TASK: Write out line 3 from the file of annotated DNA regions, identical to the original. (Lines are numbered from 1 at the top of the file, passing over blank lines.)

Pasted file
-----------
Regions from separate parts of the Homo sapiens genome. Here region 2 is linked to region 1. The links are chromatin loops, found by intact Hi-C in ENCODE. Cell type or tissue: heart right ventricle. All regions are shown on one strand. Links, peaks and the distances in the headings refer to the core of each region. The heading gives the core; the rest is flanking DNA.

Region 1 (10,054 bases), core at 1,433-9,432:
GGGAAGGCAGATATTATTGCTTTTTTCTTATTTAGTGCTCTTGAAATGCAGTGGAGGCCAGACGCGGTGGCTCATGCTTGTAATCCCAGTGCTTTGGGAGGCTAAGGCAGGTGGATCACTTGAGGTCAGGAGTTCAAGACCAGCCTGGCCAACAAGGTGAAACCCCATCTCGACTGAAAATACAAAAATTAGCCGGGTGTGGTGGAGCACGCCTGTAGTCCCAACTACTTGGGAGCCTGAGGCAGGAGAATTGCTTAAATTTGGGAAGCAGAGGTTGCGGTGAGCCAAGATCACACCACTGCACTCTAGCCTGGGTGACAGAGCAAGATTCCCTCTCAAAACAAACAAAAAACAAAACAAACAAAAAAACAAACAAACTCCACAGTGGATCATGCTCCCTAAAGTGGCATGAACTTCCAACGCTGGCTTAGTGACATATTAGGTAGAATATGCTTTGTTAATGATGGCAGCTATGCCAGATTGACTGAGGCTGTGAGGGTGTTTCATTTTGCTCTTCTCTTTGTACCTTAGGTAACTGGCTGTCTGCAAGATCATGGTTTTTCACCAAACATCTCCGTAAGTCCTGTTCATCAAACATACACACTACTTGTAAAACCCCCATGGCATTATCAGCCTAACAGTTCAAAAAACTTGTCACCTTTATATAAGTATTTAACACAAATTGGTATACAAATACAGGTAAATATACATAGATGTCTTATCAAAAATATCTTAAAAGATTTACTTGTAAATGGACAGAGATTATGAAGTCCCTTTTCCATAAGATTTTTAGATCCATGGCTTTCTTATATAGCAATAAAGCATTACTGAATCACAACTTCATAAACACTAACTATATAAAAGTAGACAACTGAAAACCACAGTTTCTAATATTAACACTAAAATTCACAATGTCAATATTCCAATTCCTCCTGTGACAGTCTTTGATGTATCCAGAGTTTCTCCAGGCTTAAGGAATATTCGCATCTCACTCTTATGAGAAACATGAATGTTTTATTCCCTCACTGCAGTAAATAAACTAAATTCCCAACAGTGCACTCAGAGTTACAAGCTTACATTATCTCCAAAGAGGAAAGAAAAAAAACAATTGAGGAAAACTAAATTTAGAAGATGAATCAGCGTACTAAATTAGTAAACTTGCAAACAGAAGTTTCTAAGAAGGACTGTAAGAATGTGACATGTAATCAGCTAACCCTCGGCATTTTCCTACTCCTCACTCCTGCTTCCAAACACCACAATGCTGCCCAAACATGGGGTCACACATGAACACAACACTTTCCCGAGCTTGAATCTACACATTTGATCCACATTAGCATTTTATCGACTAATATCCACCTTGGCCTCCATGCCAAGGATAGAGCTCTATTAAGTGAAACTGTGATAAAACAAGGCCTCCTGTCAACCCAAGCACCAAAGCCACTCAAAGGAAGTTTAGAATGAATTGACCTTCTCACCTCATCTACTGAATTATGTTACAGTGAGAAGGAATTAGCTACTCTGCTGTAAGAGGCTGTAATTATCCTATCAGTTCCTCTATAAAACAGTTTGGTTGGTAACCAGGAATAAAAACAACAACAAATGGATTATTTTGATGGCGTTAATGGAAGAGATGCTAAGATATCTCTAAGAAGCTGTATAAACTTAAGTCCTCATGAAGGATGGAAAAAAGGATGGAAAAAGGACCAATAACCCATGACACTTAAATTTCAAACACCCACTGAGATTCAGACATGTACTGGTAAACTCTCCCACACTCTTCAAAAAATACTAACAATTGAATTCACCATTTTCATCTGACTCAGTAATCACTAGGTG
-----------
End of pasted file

GGGAAGGCAGATATTATTGCTTTTTTCTTATTTAGTGCTCTTGAAATGCAGTGGAGGCCAGACGCGGTGGCTCATGCTTGTAATCCCAGTGCTTTGGGAGGCTAAGGCAGGTGGATCACTTGAGGTCAGGAGTTCAAGACCAGCCTGGCCAACAAGGTGAAACCCCATCTCGACTGAAAATACAAAAATTAGCCGGGTGTGGTGGAGCACGCCTGTAGTCCCAACTACTTGGGAGCCTGAGGCAGGAGAATTGCTTAAATTTGGGAAGCAGAGGTTGCGGTGAGCCAAGATCACACCACTGCACTCTAGCCTGGGTGACAGAGCAAGATTCCCTCTCAAAACAAACAAAAAACAAAACAAACAAAAAAACAAACAAACTCCACAGTGGATCATGCTCCCTAAAGTGGCATGAACTTCCAACGCTGGCTTAGTGACATATTAGGTAGAATATGCTTTGTTAATGATGGCAGCTATGCCAGATTGACTGAGGCTGTGAGGGTGTTTCATTTTGCTCTTCTCTTTGTACCTTAGGTAACTGGCTGTCTGCAAGATCATGGTTTTTCACCAAACATCTCCGTAAGTCCTGTTCATCAAACATACACACTACTTGTAAAACCCCCATGGCATTATCAGCCTAACAGTTCAAAAAACTTGTCACCTTTATATAAGTATTTAACACAAATTGGTATACAAATACAGGTAAATATACATAGATGTCTTATCAAAAATATCTTAAAAGATTTACTTGTAAATGGACAGAGATTATGAAGTCCCTTTTCCATAAGATTTTTAGATCCATGGCTTTCTTATATAGCAATAAAGCATTACTGAATCACAACTTCATAAACACTAACTATATAAAAGTAGACAACTGAAAACCACAGTTTCTAATATTAACACTAAAATTCACAATGTCAATATTCCAATTCCTCCTGTGACAGTCTTTGATGTATCCAGAGTTTCTCCAGGCTTAAGGAATATTCGCATCTCACTCTTATGAGAAACATGAATGTTTTATTCCCTCACTGCAGTAAATAAACTAAATTCCCAACAGTGCACTCAGAGTTACAAGCTTACATTATCTCCAAAGAGGAAAGAAAAAAAACAATTGAGGAAAACTAAATTTAGAAGATGAATCAGCGTACTAAATTAGTAAACTTGCAAACAGAAGTTTCTAAGAAGGACTGTAAGAATGTGACATGTAATCAGCTAACCCTCGGCATTTTCCTACTCCTCACTCCTGCTTCCAAACACCACAATGCTGCCCAAACATGGGGTCACACATGAACACAACACTTTCCCGAGCTTGAATCTACACATTTGATCCACATTAGCATTTTATCGACTAATATCCACCTTGGCCTCCATGCCAAGGATAGAGCTCTATTAAGTGAAACTGTGATAAAACAAGGCCTCCTGTCAACCCAAGCACCAAAGCCACTCAAAGGAAGTTTAGAATGAATTGACCTTCTCACCTCATCTACTGAATTATGTTACAGTGAGAAGGAATTAGCTACTCTGCTGTAAGAGGCTGTAATTATCCTATCAGTTCCTCTATAAAACAGTTTGGTTGGTAACCAGGAATAAAAACAACAACAAATGGATTATTTTGATGGCGTTAATGGAAGAGATGCTAAGATATCTCTAAGAAGCTGTATAAACTTAAGTCCTCATGAAGGATGGAAAAAAGGATGGAAAAAGGACCAATAACCCATGACACTTAAATTTCAAACACCCACTGAGATTCAGACATGTACTGGTAAACTCTCCCACACTCTTCAAAAAATACTAACAATTGAATTCACCATTTTCATCTGACTCAGTAATCACTAGGTG